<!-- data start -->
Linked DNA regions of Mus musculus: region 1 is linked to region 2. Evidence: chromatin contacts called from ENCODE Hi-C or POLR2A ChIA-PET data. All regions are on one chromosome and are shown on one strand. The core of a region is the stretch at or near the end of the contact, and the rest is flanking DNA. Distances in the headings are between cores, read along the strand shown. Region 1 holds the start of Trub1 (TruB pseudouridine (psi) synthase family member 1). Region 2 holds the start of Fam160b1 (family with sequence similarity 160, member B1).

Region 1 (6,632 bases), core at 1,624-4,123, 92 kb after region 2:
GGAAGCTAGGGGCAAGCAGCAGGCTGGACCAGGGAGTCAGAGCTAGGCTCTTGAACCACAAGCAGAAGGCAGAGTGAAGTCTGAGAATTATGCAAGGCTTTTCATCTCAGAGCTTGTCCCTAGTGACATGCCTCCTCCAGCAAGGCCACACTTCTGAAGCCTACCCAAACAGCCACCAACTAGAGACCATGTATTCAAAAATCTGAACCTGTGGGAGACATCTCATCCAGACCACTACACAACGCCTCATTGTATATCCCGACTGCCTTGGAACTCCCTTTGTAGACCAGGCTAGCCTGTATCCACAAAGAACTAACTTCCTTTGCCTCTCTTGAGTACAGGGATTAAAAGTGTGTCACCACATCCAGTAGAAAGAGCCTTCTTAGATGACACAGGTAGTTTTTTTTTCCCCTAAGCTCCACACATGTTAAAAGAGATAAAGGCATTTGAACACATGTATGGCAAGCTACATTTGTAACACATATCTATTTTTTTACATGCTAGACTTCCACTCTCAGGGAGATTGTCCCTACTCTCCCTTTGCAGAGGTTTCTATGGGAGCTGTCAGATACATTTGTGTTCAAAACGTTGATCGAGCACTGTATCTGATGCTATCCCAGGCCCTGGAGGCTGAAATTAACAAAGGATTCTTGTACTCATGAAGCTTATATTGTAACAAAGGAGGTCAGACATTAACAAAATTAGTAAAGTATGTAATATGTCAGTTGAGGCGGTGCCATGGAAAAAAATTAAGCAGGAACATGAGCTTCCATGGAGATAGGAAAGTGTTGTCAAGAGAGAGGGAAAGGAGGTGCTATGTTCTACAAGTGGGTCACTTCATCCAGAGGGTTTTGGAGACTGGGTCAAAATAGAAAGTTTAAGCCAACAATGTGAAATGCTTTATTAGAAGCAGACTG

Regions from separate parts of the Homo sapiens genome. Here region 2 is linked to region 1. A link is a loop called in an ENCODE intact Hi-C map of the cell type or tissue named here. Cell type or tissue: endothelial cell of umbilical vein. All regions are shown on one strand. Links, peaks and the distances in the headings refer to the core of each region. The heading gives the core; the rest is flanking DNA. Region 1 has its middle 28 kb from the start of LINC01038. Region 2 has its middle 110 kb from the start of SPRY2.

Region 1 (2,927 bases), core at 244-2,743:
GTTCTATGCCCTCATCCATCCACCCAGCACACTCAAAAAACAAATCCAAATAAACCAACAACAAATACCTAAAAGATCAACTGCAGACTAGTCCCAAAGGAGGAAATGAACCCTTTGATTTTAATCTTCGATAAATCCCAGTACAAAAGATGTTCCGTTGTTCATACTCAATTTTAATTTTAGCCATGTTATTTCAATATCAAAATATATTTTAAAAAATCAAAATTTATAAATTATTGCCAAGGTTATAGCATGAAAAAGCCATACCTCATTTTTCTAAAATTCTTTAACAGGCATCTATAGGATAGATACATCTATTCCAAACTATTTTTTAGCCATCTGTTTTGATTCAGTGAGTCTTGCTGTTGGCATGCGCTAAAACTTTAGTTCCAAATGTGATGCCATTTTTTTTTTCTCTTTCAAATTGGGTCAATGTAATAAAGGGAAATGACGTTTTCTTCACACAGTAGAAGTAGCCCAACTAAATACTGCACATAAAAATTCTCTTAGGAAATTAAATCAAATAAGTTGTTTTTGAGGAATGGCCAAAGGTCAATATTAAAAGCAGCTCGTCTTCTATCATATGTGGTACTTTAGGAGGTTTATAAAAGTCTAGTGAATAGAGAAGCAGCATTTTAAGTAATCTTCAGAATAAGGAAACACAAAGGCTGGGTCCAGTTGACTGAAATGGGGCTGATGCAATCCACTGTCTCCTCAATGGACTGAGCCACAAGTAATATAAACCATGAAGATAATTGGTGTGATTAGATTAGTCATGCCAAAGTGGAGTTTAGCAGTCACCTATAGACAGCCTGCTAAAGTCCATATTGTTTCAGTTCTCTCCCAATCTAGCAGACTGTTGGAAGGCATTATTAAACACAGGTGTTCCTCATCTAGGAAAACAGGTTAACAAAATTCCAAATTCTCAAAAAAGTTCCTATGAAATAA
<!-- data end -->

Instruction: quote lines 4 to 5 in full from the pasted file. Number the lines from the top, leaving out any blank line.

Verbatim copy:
Regions from separate parts of the Homo sapiens genome. Here region 2 is linked to region 1. A link is a loop called in an ENCODE intact Hi-C map of the cell type or tissue named here. Cell type or tissue: endothelial cell of umbilical vein. All regions are shown on one strand. Links, peaks and the distances in the headings refer to the core of each region. The heading gives the core; the rest is flanking DNA. Region 1 has its middle 28 kb from the start of LINC01038. Region 2 has its middle 110 kb from the start of SPRY2.

Region 1 (2,927 bases), core at 244-2,743: